French police have launched an investigation after death threats were delivered to the Finance Minister Bruno Le Maire and Minister of Public Accounts Gérald Darmanin.
Two bullets were enclosed in one of the letters which demanded the end of President Emmanuel Macron's push for pension reforms.
"You convince Macron that enough is enough. Tell him to call off the reforms otherwise...you're finished," read one of the letters.
Back on the tracks
Macron swept to power in 2017 on the promise of sweeping reforms for France.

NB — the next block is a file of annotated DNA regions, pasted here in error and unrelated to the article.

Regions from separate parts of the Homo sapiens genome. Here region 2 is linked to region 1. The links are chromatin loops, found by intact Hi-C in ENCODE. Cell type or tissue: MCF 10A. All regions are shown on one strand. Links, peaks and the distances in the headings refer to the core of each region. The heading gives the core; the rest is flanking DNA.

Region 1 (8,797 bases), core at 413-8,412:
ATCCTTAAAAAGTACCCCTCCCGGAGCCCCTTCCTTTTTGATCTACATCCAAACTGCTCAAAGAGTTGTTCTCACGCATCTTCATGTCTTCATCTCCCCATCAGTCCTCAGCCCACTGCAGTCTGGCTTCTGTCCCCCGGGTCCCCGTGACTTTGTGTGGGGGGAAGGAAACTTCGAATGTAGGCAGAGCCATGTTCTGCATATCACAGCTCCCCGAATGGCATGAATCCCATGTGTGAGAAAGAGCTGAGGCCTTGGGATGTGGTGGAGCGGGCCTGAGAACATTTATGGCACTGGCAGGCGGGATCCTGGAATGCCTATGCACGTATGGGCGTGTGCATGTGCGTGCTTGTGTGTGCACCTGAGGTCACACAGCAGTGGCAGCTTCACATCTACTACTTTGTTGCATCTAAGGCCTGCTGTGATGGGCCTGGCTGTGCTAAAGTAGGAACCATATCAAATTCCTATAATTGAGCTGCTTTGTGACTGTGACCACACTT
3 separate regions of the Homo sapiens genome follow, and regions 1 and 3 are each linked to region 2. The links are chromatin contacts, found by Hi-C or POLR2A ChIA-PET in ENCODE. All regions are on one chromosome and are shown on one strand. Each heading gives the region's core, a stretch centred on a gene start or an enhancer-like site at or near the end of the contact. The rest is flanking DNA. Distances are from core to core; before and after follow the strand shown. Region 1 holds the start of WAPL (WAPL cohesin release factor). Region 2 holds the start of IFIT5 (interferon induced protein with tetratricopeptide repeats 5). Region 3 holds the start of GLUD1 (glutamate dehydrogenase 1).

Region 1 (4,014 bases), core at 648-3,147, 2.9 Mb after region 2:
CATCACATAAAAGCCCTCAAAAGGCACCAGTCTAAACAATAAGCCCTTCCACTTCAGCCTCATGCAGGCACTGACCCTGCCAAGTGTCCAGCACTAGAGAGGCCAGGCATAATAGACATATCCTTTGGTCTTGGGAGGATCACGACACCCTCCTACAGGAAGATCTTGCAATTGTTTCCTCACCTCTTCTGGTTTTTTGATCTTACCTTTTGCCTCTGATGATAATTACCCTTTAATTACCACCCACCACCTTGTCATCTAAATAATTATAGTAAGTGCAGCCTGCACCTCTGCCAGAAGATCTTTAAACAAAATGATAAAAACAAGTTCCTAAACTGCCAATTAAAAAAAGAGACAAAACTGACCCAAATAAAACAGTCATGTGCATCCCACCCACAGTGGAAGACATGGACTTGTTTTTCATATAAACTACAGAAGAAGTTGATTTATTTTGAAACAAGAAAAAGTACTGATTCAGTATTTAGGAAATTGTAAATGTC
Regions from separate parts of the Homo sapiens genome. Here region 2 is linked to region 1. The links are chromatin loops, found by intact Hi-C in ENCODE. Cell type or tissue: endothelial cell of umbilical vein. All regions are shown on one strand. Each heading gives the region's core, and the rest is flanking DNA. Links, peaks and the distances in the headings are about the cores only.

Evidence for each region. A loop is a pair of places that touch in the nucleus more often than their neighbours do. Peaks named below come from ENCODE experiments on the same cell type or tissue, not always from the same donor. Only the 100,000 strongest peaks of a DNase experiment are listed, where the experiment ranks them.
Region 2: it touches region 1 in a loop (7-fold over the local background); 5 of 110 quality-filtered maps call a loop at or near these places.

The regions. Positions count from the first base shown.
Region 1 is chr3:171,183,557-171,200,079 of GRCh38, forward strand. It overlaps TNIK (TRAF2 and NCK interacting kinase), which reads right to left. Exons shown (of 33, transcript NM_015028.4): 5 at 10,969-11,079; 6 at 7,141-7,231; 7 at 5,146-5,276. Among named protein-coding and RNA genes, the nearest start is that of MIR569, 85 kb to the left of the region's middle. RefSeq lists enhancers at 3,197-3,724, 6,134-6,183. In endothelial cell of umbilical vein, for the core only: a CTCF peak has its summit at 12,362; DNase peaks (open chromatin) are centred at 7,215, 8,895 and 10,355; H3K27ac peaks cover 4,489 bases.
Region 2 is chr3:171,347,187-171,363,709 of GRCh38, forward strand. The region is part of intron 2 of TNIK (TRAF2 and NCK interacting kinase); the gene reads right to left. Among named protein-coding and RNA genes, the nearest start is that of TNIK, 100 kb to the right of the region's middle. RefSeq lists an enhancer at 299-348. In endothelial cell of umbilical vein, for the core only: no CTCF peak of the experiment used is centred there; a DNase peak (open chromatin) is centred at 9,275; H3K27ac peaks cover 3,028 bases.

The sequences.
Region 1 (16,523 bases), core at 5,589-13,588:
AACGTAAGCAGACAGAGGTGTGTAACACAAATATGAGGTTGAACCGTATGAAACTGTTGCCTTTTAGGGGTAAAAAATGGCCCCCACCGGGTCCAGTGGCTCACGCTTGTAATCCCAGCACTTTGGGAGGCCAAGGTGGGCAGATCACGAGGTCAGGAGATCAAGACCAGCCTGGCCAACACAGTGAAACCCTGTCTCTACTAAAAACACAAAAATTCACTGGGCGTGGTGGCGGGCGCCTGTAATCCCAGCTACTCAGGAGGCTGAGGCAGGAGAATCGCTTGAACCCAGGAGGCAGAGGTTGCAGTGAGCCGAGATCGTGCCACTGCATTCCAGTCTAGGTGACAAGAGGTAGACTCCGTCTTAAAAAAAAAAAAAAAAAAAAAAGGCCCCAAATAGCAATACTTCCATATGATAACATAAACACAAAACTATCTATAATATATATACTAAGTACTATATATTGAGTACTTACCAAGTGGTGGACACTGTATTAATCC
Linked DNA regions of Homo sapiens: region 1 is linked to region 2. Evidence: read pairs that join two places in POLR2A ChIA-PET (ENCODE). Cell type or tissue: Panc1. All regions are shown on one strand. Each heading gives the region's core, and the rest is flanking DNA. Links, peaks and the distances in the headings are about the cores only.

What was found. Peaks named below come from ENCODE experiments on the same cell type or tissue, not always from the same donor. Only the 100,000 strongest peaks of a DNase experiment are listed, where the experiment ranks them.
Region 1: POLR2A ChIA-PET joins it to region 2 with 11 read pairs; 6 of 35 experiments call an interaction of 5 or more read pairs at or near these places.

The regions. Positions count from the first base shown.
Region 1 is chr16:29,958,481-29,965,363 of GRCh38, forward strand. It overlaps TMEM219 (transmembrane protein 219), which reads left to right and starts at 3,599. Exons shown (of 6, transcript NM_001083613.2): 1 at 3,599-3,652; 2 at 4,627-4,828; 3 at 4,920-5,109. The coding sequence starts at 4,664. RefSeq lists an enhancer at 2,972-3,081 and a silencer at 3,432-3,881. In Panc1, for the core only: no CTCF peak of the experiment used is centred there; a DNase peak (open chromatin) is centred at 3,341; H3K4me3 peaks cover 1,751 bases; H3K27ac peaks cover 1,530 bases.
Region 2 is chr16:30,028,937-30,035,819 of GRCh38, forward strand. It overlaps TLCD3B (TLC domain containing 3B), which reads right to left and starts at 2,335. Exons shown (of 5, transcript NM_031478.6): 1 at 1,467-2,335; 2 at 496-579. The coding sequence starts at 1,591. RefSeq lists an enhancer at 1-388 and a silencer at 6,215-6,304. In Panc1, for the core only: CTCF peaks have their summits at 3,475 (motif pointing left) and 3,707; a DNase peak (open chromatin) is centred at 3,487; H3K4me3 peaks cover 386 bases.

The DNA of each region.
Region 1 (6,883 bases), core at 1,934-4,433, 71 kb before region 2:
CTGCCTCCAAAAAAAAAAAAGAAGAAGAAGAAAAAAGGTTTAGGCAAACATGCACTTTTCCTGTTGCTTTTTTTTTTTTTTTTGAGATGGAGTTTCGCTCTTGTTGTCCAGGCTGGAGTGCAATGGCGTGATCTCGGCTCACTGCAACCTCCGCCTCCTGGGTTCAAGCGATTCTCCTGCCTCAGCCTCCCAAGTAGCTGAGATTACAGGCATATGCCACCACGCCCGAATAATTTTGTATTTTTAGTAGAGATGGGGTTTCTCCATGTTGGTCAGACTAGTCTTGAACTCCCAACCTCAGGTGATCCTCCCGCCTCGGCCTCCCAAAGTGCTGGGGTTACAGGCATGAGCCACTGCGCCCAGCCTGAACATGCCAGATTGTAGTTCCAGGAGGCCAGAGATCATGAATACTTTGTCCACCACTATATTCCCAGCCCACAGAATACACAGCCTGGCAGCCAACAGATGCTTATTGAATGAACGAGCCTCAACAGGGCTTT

Strikes against his retirement benefits proposals, which began on 5 December, have largely subsided, but not before causing weeks of severe disruptions to public transport around France, in particular to the Paris metro and bus network.
During the Christmas holidays, hundreds of thousands of travellers were affected due to limited or cancelled services.
SNCF, the national train operator, says it faces losses of up to one billion euros due to the strike action.
On 15 January, Prime Minister Edouard Philippe insisted the strikes would not succeed in derailing the government's plans.
"The transport strike against pension reform will go nowhere. The government is determined," said Philippe after emerging from a meeting with key ministers and advisors.